About Michael De Groot

Michael De Groot is a PhD candidate in international history at the University of Virginia. He is currently in residence at Yale University as the Henry A. Kissinger predoctoral fellow at the Johnson Center for the Study of American Diplomacy, and a National Dissertation Completion Fellow at the University of Virginia’s Jefferson Scholars Program. Drawing on archival research in Austria, Britain, France, Germany, the Netherlands, Russia, and the United States, his dissertation examines the effects of accelerating economic globalization on the foreign policies of the great powers during the 1970s. By recasting the decade in terms of globalization rather than the Cold War, his research demonstrates how the socialist East and capitalist West – often depicted in terms of their stark ideological differences – had to reshape their strategic priorities to account for disruption in the global economy. His research has been supported by the Society for Historians of American Foreign Relations, the Gerald R. Ford Presidential Foundation, and the Thomas Jefferson Memorial Foundation, among others. He received a B.A. in history with departmental honors from Stanford University.

View Event →
Harnessing Investment in the North American Arctic
Feb
14
to Feb 15

Harnessing Investment in the North American Arctic

Arctic 360, in collaboration with the Bill Graham Centre for Contemporary International History, the Wilson Center's Polar Initiative and Munk School of Global Affairs, invites you to the inaugural Arctic investment conference. 

The global geopolitics and economics of the Arctic is undergoing intense transformation. Despite global attention to the opening of a new blue ocean and the possibilities of a host of new resource development, up to now, infrastructure from roads, to housing, ports, SAR, fibre optic cable and other necessary components of a vibrant economy have been unevenly developed throughout the Arctic at best if not lacking in its entirety. The successful growth of the emerging North American economy requires insightful pan- Arctic thinking. It also requires new theoretical and applied economic approaches toward harnessing and carrying out investment in the region. Central to that success is the active and informed role of northern stakeholders, northern decision-makers, northern rights holders, and northern business leaders in determining the future of the region.

It is with this foundation that Arctic 360 in collaboration with the Bill Graham Centre for Contemporary History, the Munk School of Global Affairs, University of Toronto and the Wilson Center’s Polar Initiative, D.C. will host the opportunity for leading minds and players in the financial sector to discuss ways forward for successful Arctic investment and development. 

Date
Wednesday February 14th
Thursday February 15th

Time
Start: 8:00am Registration/Continental breakfast
End: 5:30pm 

Venue
Seeley Hall, St. George Campus
University of Toronto
6 Hoskin Avenue
Toronto, ON  M5S 1H8
* Wheelchair accessible

Agenda
Please click HERE for a full conference agenda.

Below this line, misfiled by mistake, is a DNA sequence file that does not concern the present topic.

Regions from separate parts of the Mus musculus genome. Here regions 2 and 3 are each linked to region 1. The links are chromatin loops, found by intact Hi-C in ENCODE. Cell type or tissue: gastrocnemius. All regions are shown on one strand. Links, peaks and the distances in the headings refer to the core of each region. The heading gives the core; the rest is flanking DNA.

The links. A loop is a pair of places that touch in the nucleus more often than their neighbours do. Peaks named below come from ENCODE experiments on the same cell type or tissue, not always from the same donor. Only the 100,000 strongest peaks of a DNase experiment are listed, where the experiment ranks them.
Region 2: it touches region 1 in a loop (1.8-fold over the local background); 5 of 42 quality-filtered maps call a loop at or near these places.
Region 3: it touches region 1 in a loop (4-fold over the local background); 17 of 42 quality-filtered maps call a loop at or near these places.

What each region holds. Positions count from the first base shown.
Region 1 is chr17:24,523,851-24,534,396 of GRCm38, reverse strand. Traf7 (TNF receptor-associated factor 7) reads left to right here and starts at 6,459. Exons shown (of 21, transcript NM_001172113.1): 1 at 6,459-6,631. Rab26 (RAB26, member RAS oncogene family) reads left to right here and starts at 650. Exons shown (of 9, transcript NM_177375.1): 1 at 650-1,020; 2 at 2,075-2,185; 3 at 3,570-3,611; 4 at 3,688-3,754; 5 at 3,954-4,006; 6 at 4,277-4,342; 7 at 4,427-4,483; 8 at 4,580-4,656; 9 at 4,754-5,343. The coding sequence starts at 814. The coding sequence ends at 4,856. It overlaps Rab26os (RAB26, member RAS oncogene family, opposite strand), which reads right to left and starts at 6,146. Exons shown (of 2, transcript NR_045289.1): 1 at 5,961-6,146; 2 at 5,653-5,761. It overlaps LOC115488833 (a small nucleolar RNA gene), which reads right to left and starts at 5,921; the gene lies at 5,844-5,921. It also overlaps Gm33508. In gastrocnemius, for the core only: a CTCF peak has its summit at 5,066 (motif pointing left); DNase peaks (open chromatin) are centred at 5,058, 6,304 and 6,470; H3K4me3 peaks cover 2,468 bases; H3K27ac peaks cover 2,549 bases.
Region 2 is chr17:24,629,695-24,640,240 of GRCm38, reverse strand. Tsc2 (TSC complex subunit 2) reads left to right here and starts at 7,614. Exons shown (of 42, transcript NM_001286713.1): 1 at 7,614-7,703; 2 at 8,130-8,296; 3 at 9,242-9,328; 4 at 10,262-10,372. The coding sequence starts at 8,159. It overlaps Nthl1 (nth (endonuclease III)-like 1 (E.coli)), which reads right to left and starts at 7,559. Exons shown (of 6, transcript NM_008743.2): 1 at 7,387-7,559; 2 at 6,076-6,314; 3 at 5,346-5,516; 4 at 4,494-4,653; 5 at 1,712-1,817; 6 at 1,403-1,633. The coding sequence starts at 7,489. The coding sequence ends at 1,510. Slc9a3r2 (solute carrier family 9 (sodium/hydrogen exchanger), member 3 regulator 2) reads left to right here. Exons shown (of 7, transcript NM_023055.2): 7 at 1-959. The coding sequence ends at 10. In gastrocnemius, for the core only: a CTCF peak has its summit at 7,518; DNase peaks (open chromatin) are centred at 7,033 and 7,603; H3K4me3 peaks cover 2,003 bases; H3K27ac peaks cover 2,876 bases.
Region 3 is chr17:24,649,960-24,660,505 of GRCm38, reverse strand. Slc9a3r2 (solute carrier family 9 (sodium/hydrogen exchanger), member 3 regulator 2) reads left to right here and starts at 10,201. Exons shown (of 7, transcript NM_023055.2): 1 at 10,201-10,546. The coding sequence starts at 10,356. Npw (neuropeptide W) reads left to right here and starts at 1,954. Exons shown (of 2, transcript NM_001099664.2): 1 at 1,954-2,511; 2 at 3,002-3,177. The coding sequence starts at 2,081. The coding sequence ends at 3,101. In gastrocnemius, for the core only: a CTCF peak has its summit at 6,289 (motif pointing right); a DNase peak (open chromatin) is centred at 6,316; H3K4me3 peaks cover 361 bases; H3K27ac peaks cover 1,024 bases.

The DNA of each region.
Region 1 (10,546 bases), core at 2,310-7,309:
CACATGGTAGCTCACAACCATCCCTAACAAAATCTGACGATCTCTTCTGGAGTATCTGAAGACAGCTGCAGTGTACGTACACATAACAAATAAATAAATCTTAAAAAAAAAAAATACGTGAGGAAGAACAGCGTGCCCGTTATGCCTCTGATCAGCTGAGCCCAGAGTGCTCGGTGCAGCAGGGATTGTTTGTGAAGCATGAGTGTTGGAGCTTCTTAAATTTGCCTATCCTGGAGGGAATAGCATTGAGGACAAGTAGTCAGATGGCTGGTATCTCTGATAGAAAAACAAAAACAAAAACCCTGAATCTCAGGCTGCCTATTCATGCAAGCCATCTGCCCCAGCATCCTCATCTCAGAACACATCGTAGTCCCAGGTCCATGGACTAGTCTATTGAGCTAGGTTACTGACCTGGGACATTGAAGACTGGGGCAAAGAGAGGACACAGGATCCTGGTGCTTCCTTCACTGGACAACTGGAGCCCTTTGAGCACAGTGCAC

View Event →
Jan
24
5:00 PM17:00

Artificial Intelligence in International Law and Relations

  • Bloor - 1st floor Boardroom/Round Room/Library (map)
  • Google Calendar ICS

In the age of drone warfare and the weaponization of codes, it is timely to consider the implications of Artificial Intelligence (AI) for international law and relations. Join Jean-Gabriel Castel, Distinguished Professor Emeritus and Senior Scholar at Osgoode Hall Law School, for a lecture and discussion. Light refreshments provided.

About the speaker:

Jean-Gabriel Castel, O.C., O.Ont., Q.C., L.S.M., Officier de la Légion d’Honneur, B.Sc., Lic. Droit (Paris I, Panthéon-Sorbonne), J.D. (Mich.), S.J.D. (Harv.), Docteur hon. causa (Aix-Marseille), fellow of the Royal Society of Canada, Academy of Social Sciences, associate member of the International Academy of Comparative Law, member of the Académie du Var (France), former editor of the Canadian Bar Review and a Distinguished Research Professor emeritus at Osgoode Hall Law School of York University.

He has focused his career on emerging topics in both public and private international law and international business law. He is also a world-renowned international arbitrator having participated to many important business disputes spanning multiple jurisdictions, legal systems and cultures. He has lectured in many universities around the world and published several books and articles dealing with topical subjects pertaining to law, international business and artificial intelligence.

View Event →
The State Department, University of Utah and the Making of a National University for Ethiopia, 1958 to 1969
Jan
18
4:00 PM16:00

The State Department, University of Utah and the Making of a National University for Ethiopia, 1958 to 1969

  • Gerald Larkin Building, Room 200 (map)
  • Google Calendar ICS

GRADUATE RESEARCH FORUM 2017-2018

Featuring Manna Duah (Temple University) 

This talk examines the University of Utah’s mandate between 1959 and 1969 to run higher education programs for Ethiopia. The US State Department’s Agency for International Development (AID) hired the University of Utah at the request of the Ethiopian Emperor, Haile Selassie I, to develop a national university for Ethiopia. Manna Duah argues that the university’s international education program for Ethiopia was a US foreign policy instrument. The program was to support and strengthen the burgeoning US-Ethiopia alliance. It provided funds for the Imperial Government’s ambitions to improve national literacy and have a regional educational center with international connections. The Utah program also sought to identify and train Ethiopian students who showed potential to become political leaders. This program created a transnational educational space in Ethiopia and the US that connected students at the Haile Selassie University to the larger network of student migrations who interpreted and disseminated the political and social models they encountered through US programs.